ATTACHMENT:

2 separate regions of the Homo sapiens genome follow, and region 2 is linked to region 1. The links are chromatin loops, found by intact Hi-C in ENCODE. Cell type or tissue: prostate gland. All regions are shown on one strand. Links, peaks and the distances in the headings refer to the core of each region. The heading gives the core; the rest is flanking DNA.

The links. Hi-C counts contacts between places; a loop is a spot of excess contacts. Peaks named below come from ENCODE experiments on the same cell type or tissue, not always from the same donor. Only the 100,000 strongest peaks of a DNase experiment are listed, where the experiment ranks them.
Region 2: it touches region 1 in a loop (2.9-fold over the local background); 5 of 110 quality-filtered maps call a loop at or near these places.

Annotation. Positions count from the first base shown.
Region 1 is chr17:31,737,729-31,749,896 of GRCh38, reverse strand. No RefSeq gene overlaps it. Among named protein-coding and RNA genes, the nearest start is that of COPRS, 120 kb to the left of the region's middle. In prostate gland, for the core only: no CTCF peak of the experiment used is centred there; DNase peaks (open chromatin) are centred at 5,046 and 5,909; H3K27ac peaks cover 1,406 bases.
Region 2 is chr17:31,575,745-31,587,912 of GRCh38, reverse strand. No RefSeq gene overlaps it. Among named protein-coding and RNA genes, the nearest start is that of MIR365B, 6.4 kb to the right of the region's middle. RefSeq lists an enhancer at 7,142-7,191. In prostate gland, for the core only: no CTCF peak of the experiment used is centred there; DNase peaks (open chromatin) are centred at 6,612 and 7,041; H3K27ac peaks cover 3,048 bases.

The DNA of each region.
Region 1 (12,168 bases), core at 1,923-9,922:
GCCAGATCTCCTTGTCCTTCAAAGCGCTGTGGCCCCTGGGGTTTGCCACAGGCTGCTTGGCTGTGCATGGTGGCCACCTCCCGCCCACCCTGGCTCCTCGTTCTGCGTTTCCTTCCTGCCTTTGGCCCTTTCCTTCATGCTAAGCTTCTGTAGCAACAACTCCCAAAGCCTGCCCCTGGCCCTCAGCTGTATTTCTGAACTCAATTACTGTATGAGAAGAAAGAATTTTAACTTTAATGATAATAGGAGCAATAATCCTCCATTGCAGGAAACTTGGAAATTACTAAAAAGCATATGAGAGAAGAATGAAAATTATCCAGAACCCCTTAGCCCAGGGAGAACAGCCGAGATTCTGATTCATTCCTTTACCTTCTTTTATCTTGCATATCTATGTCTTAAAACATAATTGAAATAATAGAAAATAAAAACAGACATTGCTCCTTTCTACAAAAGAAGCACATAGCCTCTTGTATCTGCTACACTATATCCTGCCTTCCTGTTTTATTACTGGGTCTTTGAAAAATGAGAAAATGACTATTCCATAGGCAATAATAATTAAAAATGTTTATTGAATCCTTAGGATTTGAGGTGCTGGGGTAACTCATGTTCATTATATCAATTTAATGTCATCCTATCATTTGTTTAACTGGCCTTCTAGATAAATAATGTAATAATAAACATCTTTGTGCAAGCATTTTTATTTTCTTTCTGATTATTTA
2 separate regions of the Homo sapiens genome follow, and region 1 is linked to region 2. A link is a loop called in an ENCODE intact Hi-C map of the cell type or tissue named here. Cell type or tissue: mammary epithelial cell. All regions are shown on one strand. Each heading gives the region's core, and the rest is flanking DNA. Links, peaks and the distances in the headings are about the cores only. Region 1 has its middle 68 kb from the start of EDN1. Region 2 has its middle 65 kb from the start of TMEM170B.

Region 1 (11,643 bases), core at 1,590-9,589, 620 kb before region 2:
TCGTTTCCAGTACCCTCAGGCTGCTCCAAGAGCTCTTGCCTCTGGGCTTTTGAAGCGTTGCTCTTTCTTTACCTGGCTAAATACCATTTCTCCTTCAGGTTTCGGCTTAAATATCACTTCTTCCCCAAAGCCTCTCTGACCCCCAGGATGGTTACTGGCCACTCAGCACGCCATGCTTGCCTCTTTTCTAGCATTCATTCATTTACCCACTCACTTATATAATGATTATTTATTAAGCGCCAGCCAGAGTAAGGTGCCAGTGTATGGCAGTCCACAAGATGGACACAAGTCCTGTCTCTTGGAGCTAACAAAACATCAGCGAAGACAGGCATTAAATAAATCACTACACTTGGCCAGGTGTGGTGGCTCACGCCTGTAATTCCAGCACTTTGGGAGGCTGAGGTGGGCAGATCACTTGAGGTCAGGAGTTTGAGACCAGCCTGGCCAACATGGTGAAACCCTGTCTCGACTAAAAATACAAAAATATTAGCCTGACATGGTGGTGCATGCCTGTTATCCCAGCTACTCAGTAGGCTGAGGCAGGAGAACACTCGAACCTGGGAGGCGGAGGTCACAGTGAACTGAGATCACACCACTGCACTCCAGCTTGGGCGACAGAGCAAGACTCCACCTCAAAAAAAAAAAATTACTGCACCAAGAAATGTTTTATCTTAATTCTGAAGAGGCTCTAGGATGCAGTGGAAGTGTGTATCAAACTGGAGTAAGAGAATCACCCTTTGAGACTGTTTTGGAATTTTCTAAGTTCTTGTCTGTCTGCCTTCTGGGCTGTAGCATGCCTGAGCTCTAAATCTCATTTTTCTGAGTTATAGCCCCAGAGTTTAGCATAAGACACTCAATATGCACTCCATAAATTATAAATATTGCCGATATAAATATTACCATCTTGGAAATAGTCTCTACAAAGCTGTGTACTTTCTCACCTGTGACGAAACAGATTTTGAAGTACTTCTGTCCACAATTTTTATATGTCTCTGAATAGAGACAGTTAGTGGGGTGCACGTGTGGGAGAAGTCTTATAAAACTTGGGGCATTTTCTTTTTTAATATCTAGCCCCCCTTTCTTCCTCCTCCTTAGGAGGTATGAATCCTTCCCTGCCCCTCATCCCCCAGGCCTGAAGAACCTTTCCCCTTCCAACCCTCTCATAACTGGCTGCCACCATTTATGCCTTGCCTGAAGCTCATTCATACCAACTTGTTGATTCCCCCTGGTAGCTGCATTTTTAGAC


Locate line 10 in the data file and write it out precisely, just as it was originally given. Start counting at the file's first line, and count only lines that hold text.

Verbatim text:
2 separate regions of the Homo sapiens genome follow, and region 1 is linked to region 2. A link is a loop called in an ENCODE intact Hi-C map of the cell type or tissue named here. Cell type or tissue: mammary epithelial cell. All regions are shown on one strand. Each heading gives the region's core, and the rest is flanking DNA. Links, peaks and the distances in the headings are about the cores only. Region 1 has its middle 68 kb from the start of EDN1. Region 2 has its middle 65 kb from the start of TMEM170B.